NOT TOO LATE to Stay Off IRS List and Secure Relief for Prior Nonreporting of Foreign Accounts and Other Assets (FBAR and others)

By Gary Wells, CPA / Esq, Of Counsel, BILTgroup

NOT TOO LATE to Stay Off IRS List and Secure Relief for Prior Nonreporting of Foreign Accounts and Other Assets (FBAR and others)

Santa is not the only person checking its list this time of year. The IRS also has announced recently that it is indeed checking its list for taxpayers that have not filed various required disclosure forms for reporting foreign interests and assets. Several provisons incorporated in the U.S. tax code and the Bank Secrecy Act impose additional filing obligations upon individuals and entities that either own or have signature authority over foreign assets. These filing obligations can be duplicative at times, but once studied, then become easy to administer going forward. However, many U.S. individuals (including Green Card holders) either are unaware of the obligation and many tax preparers never asked the questions necessary to determine whether any additional filing obligation applies. As a consequence, many individuals have not satisfied the filing obligation and may also owe additional tax, interest, and penalty associated with the non-compliance. A draconian penalty regime applies to the non-compliance. In some cases, the non-filing coupled with a failure to report income may rise to the level of a criminal matter. The good news is that the IRS wants taxpayers to resolve their obligations and provided an incentive to resolve them through various voluntary disclosure programs. The bad news is that Congress has conferred additional power upon the IRS to discover those tax filers that have not shown the initiative to become compliant. It is not too late.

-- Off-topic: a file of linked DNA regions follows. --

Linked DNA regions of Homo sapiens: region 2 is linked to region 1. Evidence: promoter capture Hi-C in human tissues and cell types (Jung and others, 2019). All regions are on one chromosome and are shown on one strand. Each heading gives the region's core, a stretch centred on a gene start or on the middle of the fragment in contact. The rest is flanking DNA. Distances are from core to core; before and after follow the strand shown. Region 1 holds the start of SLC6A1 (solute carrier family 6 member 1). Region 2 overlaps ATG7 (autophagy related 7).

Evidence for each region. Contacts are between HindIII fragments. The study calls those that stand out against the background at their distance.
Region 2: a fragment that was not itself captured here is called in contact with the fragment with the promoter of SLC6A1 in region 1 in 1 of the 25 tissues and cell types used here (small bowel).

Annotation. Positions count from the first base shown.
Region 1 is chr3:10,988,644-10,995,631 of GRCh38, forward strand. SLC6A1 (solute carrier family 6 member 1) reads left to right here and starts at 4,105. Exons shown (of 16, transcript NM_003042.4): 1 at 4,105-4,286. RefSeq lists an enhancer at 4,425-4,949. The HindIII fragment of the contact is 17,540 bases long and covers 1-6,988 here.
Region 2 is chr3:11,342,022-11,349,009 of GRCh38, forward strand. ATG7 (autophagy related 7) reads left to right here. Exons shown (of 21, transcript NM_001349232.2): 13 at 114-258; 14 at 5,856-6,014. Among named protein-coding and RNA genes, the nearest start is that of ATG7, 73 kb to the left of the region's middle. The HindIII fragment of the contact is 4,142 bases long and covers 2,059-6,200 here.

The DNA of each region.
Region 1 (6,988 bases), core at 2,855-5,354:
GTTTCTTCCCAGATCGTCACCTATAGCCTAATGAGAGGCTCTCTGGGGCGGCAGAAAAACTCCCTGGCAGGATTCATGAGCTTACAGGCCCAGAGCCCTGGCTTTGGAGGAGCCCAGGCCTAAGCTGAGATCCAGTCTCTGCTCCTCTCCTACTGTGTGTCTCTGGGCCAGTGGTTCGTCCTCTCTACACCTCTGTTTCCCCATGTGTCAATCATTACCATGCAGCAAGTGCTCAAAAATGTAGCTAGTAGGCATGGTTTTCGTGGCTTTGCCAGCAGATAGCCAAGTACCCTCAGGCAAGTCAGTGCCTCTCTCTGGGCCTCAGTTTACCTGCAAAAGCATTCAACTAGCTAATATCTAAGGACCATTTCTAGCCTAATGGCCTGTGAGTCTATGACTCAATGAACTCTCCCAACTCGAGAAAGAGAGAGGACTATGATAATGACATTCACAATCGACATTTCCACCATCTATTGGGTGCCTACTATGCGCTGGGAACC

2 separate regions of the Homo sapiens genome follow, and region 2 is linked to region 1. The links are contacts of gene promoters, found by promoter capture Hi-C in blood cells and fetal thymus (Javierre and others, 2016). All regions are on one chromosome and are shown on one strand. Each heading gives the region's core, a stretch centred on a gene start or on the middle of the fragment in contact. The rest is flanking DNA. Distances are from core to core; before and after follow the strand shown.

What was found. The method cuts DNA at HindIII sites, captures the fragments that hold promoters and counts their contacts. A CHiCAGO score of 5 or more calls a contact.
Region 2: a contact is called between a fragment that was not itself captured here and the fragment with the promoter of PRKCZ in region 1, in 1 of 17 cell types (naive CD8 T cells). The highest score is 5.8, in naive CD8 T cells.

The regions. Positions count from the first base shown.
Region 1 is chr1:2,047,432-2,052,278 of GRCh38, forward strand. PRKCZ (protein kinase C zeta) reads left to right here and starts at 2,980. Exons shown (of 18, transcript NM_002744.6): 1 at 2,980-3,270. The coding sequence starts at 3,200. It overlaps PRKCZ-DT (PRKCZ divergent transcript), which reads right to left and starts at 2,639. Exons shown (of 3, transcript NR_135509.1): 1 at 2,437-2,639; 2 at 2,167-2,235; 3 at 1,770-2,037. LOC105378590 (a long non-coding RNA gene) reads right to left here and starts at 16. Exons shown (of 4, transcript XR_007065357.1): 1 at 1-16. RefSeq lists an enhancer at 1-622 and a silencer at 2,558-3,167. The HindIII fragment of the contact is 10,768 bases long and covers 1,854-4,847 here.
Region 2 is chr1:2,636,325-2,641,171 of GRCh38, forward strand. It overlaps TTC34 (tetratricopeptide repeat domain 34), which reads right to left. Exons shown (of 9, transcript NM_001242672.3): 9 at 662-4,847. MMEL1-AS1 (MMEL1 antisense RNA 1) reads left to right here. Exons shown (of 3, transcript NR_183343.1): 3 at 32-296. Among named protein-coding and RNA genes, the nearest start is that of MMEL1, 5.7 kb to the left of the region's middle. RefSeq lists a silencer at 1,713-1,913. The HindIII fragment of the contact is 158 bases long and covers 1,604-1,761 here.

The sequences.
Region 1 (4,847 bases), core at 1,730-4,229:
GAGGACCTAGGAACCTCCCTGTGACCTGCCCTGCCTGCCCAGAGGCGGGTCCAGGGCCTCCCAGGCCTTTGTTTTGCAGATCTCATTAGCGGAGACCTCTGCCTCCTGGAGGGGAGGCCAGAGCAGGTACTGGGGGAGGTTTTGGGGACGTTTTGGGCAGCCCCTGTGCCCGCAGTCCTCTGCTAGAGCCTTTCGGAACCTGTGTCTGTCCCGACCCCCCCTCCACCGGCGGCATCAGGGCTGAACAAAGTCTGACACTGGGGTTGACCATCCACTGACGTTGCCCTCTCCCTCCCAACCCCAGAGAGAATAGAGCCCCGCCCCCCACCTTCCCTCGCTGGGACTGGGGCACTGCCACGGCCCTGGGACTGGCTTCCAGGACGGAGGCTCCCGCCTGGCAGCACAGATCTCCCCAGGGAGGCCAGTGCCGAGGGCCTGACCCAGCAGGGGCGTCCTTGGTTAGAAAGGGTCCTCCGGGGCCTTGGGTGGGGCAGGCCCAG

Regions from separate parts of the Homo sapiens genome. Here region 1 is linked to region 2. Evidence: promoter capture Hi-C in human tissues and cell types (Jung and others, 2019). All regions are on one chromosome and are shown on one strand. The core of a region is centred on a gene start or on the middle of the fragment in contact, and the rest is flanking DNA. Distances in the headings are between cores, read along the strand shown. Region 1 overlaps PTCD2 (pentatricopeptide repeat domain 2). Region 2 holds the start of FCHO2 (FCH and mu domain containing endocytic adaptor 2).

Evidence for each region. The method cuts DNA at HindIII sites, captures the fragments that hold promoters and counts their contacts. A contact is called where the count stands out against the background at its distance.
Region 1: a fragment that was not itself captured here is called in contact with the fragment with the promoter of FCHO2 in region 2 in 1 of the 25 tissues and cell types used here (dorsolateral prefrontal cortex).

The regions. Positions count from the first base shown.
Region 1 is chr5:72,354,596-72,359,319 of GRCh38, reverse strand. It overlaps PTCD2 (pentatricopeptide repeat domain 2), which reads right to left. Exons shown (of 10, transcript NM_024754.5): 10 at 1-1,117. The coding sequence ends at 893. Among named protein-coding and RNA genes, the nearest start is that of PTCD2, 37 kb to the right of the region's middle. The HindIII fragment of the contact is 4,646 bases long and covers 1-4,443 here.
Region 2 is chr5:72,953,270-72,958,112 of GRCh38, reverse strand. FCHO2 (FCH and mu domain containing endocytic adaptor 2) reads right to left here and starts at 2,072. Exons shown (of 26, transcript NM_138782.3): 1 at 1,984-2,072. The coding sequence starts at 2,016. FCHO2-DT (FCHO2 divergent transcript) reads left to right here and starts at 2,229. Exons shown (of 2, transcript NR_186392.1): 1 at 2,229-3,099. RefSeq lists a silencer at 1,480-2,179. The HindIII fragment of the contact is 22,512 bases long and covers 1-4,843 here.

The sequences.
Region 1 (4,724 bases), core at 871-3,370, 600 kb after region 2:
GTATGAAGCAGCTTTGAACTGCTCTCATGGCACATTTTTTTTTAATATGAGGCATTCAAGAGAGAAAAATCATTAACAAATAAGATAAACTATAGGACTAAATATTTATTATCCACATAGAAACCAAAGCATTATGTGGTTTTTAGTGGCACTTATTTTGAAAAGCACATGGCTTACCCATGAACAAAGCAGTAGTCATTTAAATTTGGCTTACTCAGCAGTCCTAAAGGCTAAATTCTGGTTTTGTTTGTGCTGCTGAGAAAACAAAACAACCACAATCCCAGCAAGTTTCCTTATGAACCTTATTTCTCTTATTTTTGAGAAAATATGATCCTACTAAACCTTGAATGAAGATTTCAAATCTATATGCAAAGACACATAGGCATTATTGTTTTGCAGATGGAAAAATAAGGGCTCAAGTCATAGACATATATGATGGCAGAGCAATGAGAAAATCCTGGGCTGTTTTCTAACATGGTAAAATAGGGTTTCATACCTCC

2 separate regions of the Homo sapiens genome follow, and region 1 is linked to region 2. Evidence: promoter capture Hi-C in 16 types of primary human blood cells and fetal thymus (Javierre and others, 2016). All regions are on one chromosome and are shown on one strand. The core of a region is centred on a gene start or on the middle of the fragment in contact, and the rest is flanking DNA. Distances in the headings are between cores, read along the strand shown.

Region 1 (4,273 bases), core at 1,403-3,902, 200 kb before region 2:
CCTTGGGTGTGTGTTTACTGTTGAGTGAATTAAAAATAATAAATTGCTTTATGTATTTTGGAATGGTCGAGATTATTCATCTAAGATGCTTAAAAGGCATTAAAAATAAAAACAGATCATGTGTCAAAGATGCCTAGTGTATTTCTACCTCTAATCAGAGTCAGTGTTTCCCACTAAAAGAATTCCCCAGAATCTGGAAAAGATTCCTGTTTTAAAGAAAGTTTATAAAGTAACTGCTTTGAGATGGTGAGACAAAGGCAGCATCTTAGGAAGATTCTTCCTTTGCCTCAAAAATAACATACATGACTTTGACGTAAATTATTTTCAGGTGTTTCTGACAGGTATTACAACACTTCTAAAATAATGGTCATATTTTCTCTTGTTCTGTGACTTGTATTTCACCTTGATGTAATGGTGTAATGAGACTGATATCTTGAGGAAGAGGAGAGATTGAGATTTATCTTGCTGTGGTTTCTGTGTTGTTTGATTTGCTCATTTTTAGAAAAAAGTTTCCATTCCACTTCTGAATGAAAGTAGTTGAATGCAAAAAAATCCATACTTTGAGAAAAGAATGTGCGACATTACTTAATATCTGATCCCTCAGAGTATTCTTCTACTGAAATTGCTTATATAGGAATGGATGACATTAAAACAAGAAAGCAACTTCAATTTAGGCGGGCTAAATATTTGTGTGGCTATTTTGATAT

Owning assets in foreign accounts is not by its very nature a bad thing, but failing to disclose the interest on the appropriate form has become a lighting rod for controversy upon IRS examination of individual and corporate tax returns. Many individuals accumulate foreign assets by any number of means, e.g., a devise from a relative’s estate, living in a foreign jurisdiction, investment decision, etc. The IRS has a catalog of forms, including four primary forms, that it expects taxpayers to attach to their individual tax return as appropriate or file separately.

Statement of Specified Foreign Financial Assets (Form 8938)–Report Financial accounts held at foreign financial institution
Report of Financial Bank Account and Financial Accounts (“FBAR” and “FinCen Form 114”)–Report financial accounts held at foreign branch of US and foreign financial institution
Annual Information Return of Foreign Trust With a U.S. Owner (Form 3520-A)– Report foreign trust with a U.S. owner required to file form. U.S. owner ultimately responsible to ensure such filing completed.
Information Return of U.S. Persons With Respect To Certain Foreign Corporations (Form 5471)–Report of certain U.S. citizens and residents who are officers, directors, or large (25% or more) shareholders in certain foreign corporations.